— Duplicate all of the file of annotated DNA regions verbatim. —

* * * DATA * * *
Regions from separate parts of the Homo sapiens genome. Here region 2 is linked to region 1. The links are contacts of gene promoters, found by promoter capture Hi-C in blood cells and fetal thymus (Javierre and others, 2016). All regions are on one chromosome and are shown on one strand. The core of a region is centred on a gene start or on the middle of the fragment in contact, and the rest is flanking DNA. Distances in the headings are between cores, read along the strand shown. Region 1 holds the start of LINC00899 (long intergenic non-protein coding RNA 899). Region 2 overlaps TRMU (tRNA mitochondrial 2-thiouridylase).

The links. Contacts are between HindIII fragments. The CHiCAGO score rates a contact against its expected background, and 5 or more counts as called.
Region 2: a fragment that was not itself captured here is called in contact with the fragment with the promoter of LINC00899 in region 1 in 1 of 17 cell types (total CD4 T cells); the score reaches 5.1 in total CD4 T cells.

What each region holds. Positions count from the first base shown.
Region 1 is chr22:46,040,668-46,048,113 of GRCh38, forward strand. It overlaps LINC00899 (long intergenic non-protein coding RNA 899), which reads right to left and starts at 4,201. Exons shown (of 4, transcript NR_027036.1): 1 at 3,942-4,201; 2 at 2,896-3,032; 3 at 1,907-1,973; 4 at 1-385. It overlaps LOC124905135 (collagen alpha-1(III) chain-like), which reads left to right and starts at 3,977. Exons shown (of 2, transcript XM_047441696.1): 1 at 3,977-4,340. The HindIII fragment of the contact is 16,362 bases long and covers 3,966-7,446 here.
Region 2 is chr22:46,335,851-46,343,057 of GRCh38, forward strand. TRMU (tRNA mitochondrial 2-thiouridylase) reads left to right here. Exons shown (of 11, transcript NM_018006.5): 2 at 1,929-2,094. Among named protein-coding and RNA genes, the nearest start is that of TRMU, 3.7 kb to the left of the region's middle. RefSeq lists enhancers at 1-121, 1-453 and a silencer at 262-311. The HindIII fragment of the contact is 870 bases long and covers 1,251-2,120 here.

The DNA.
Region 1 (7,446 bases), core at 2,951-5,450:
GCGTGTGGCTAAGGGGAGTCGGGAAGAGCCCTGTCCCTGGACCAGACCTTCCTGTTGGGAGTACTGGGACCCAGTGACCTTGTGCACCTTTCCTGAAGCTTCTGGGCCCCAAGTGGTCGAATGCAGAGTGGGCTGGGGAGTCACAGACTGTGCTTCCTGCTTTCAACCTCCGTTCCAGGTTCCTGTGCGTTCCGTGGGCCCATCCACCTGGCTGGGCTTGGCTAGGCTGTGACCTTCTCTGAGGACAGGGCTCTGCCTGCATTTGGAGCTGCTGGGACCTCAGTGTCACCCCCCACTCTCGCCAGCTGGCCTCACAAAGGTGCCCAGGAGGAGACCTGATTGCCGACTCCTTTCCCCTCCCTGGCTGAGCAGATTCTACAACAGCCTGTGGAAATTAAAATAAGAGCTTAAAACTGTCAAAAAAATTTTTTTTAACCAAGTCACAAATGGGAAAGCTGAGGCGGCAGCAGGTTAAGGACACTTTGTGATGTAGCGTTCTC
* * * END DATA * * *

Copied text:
Regions from separate parts of the Homo sapiens genome. Here region 2 is linked to region 1. The links are contacts of gene promoters, found by promoter capture Hi-C in blood cells and fetal thymus (Javierre and others, 2016). All regions are on one chromosome and are shown on one strand. The core of a region is centred on a gene start or on the middle of the fragment in contact, and the rest is flanking DNA. Distances in the headings are between cores, read along the strand shown. Region 1 holds the start of LINC00899 (long intergenic non-protein coding RNA 899). Region 2 overlaps TRMU (tRNA mitochondrial 2-thiouridylase).

The links. Contacts are between HindIII fragments. The CHiCAGO score rates a contact against its expected background, and 5 or more counts as called.
Region 2: a fragment that was not itself captured here is called in contact with the fragment with the promoter of LINC00899 in region 1 in 1 of 17 cell types (total CD4 T cells); the score reaches 5.1 in total CD4 T cells.

What each region holds. Positions count from the first base shown.
Region 1 is chr22:46,040,668-46,048,113 of GRCh38, forward strand. It overlaps LINC00899 (long intergenic non-protein coding RNA 899), which reads right to left and starts at 4,201. Exons shown (of 4, transcript NR_027036.1): 1 at 3,942-4,201; 2 at 2,896-3,032; 3 at 1,907-1,973; 4 at 1-385. It overlaps LOC124905135 (collagen alpha-1(III) chain-like), which reads left to right and starts at 3,977. Exons shown (of 2, transcript XM_047441696.1): 1 at 3,977-4,340. The HindIII fragment of the contact is 16,362 bases long and covers 3,966-7,446 here.
Region 2 is chr22:46,335,851-46,343,057 of GRCh38, forward strand. TRMU (tRNA mitochondrial 2-thiouridylase) reads left to right here. Exons shown (of 11, transcript NM_018006.5): 2 at 1,929-2,094. Among named protein-coding and RNA genes, the nearest start is that of TRMU, 3.7 kb to the left of the region's middle. RefSeq lists enhancers at 1-121, 1-453 and a silencer at 262-311. The HindIII fragment of the contact is 870 bases long and covers 1,251-2,120 here.

The DNA.
Region 1 (7,446 bases), core at 2,951-5,450:
GCGTGTGGCTAAGGGGAGTCGGGAAGAGCCCTGTCCCTGGACCAGACCTTCCTGTTGGGAGTACTGGGACCCAGTGACCTTGTGCACCTTTCCTGAAGCTTCTGGGCCCCAAGTGGTCGAATGCAGAGTGGGCTGGGGAGTCACAGACTGTGCTTCCTGCTTTCAACCTCCGTTCCAGGTTCCTGTGCGTTCCGTGGGCCCATCCACCTGGCTGGGCTTGGCTAGGCTGTGACCTTCTCTGAGGACAGGGCTCTGCCTGCATTTGGAGCTGCTGGGACCTCAGTGTCACCCCCCACTCTCGCCAGCTGGCCTCACAAAGGTGCCCAGGAGGAGACCTGATTGCCGACTCCTTTCCCCTCCCTGGCTGAGCAGATTCTACAACAGCCTGTGGAAATTAAAATAAGAGCTTAAAACTGTCAAAAAAATTTTTTTTAACCAAGTCACAAATGGGAAAGCTGAGGCGGCAGCAGGTTAAGGACACTTTGTGATGTAGCGTTCTC